China's anti-vice raids and the nation's crackdown on karaoke and hostess bars, part of a larger official anti-extravagance drive, have hit the global cognac industry.
Beijing's crackdown on prostitution, drugs and betting – which began in February in the southern city of Dongguan, dubbed the factory of the world – has affected Rémy Cointreau, Pernod Ricard and LVMH's sales.
In China, high-end drinks are ordered by rich businessmen at venues where female companionship is also available.
However, the government clampdown has forced over 2,400 such venues to down shutters, impacting cognac sales in the process. The three French firms command a 95% share of China's cognac market, reported the Financial Times.
Last week, Remy said global sales of cognac fell 32% in the final quarter of 2013, after a 30% drop in sales in the third quarter.
Remy, in its 17 April earnings statement, said it "was adversely affected throughout the financial year by the Chinese government's anti-extravagance policy, which had a negative impact on the consumption of premium spirits".
Earlier, a Pernod analyst presentation in Asia underscored the growing impact of China's anti-corruption campaigns, including what it called "recent action underscore "on karaoke bars or KTVs.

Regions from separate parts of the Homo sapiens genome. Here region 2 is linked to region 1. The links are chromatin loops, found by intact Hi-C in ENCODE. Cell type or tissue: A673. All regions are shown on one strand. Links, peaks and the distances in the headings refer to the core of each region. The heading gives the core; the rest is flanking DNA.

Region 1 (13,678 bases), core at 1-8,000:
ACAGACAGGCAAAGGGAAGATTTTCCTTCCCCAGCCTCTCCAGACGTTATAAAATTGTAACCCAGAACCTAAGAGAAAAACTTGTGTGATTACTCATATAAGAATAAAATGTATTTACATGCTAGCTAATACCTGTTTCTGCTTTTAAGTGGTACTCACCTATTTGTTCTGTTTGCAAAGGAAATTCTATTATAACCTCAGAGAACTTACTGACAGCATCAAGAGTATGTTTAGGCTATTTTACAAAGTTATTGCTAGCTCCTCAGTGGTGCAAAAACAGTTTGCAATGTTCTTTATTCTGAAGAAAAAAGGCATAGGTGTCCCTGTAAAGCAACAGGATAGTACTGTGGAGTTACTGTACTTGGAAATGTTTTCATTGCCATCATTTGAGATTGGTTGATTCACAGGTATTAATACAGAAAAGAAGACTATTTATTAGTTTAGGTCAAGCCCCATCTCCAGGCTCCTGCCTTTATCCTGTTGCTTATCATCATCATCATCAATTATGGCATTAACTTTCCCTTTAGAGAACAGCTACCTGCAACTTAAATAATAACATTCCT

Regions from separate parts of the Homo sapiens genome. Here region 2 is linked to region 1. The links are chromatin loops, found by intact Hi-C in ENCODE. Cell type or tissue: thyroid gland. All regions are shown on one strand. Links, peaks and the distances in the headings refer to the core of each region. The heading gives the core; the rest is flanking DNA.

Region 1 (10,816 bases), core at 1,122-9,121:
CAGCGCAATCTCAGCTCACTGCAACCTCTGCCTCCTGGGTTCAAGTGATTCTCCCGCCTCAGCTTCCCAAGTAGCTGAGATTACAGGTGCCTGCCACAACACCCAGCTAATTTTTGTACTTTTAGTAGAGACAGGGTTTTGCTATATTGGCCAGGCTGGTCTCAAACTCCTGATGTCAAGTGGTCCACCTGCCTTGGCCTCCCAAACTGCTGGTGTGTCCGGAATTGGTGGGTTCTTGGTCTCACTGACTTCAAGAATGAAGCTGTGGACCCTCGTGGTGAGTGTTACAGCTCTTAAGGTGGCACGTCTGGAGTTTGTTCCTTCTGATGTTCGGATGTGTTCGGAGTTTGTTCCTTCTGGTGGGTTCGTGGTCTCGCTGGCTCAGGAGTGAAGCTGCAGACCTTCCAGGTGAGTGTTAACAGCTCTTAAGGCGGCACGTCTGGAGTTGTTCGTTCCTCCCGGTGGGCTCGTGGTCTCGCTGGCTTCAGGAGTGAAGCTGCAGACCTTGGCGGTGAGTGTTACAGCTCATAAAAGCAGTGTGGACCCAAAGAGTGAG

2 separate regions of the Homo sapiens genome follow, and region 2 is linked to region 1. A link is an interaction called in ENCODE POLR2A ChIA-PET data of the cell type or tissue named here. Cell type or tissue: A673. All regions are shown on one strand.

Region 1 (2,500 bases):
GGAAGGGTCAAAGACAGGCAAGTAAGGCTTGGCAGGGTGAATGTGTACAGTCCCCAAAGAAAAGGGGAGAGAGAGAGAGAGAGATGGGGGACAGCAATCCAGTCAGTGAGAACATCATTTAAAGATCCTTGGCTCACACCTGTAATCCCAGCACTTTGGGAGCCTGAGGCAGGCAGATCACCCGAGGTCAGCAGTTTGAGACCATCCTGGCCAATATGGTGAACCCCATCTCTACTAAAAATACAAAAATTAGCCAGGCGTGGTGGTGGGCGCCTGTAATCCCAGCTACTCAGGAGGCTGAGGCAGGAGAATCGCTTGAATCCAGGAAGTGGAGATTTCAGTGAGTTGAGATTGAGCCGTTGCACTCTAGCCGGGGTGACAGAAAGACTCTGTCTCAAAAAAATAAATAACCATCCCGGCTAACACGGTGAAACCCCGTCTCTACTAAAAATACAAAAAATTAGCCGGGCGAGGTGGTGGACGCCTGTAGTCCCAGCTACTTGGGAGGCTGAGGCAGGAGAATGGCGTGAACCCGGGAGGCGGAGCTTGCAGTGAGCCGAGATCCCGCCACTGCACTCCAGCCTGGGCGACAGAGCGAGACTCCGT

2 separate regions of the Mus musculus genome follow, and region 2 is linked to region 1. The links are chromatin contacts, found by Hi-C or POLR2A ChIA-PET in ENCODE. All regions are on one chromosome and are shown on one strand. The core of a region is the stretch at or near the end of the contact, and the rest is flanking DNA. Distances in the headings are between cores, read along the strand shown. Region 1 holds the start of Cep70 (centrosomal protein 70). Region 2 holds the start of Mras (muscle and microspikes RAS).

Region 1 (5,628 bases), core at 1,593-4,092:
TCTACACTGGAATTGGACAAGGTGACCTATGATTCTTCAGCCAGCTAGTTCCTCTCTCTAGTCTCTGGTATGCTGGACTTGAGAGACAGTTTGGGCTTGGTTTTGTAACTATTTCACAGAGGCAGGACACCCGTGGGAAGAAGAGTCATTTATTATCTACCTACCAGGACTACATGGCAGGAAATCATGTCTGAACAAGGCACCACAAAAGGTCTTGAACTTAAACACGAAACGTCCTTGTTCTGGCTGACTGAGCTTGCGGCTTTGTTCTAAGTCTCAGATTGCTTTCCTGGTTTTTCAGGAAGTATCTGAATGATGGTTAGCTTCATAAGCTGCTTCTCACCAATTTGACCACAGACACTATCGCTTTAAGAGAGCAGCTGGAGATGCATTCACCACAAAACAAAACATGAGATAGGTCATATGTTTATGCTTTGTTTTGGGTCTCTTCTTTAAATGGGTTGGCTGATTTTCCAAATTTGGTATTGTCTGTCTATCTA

Pernod said about 20% of its China business goes through karaoke bars and that year-to-date sales through the KTV channel were in a "double-digit decline".
A recent Bernstein Research note said the so-called "yellow" sector remains "the most profitable channel for the cognac houses" in China.
"This latest clampdown is significant for the cognac sector because...it started in southern China where cognac consumption is highest...and it is focused on private consumption and business entertainment, which is much more oriented towards western-style spirits and especially high-end cognac," drinks analyst Trevor Stirling and Nicole Thain wrote in the Bernstein note.
In February, more than 6,000 police officers initiated anti-vice raids in Dongguan and arrested about 1,000 people on prostitution and related charges. Those arrested were linked to businesses like hotels, massage parlours and karaoke bars. Taxi drivers and retailers also figured among the arrests.
The official Xinhua news agency estimated that raids could result in around 50bn yuan ($8bn, £4.8bn, €5.8bn) in losses for businesses in the city.
Dongguan was an agricultural backwater town until the late 1980s, and evolved into one of the world's most important manufacturing hubs in line with China's economic boom.
Cognac sales in China totalled over 27 million litres in 2012, according to Euromonitor, more than double the level of 2007.